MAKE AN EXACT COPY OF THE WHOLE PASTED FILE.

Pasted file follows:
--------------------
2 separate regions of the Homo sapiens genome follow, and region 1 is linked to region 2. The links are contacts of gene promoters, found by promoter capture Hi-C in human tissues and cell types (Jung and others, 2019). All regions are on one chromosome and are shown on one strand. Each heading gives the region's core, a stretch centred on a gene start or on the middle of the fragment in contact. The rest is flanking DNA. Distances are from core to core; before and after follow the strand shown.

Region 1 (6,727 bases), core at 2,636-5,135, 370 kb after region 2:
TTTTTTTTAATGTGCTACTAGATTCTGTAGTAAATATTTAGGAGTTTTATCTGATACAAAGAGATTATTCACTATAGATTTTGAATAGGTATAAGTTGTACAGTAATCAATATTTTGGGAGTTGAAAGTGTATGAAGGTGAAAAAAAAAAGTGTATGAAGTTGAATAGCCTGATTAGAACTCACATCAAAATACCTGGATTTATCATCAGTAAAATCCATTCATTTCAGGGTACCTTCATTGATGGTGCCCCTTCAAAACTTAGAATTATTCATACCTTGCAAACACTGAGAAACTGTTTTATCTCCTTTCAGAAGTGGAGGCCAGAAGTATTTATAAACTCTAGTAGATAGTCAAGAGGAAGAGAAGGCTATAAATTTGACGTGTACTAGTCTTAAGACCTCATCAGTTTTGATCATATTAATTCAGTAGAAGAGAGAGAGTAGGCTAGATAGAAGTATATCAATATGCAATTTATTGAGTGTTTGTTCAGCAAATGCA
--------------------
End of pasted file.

2 separate regions of the Homo sapiens genome follow, and region 1 is linked to region 2. The links are contacts of gene promoters, found by promoter capture Hi-C in human tissues and cell types (Jung and others, 2019). All regions are on one chromosome and are shown on one strand. Each heading gives the region's core, a stretch centred on a gene start or on the middle of the fragment in contact. The rest is flanking DNA. Distances are from core to core; before and after follow the strand shown.

Region 1 (6,727 bases), core at 2,636-5,135, 370 kb after region 2:
TTTTTTTTAATGTGCTACTAGATTCTGTAGTAAATATTTAGGAGTTTTATCTGATACAAAGAGATTATTCACTATAGATTTTGAATAGGTATAAGTTGTACAGTAATCAATATTTTGGGAGTTGAAAGTGTATGAAGGTGAAAAAAAAAAGTGTATGAAGTTGAATAGCCTGATTAGAACTCACATCAAAATACCTGGATTTATCATCAGTAAAATCCATTCATTTCAGGGTACCTTCATTGATGGTGCCCCTTCAAAACTTAGAATTATTCATACCTTGCAAACACTGAGAAACTGTTTTATCTCCTTTCAGAAGTGGAGGCCAGAAGTATTTATAAACTCTAGTAGATAGTCAAGAGGAAGAGAAGGCTATAAATTTGACGTGTACTAGTCTTAAGACCTCATCAGTTTTGATCATATTAATTCAGTAGAAGAGAGAGAGTAGGCTAGATAGAAGTATATCAATATGCAATTTATTGAGTGTTTGTTCAGCAAATGCA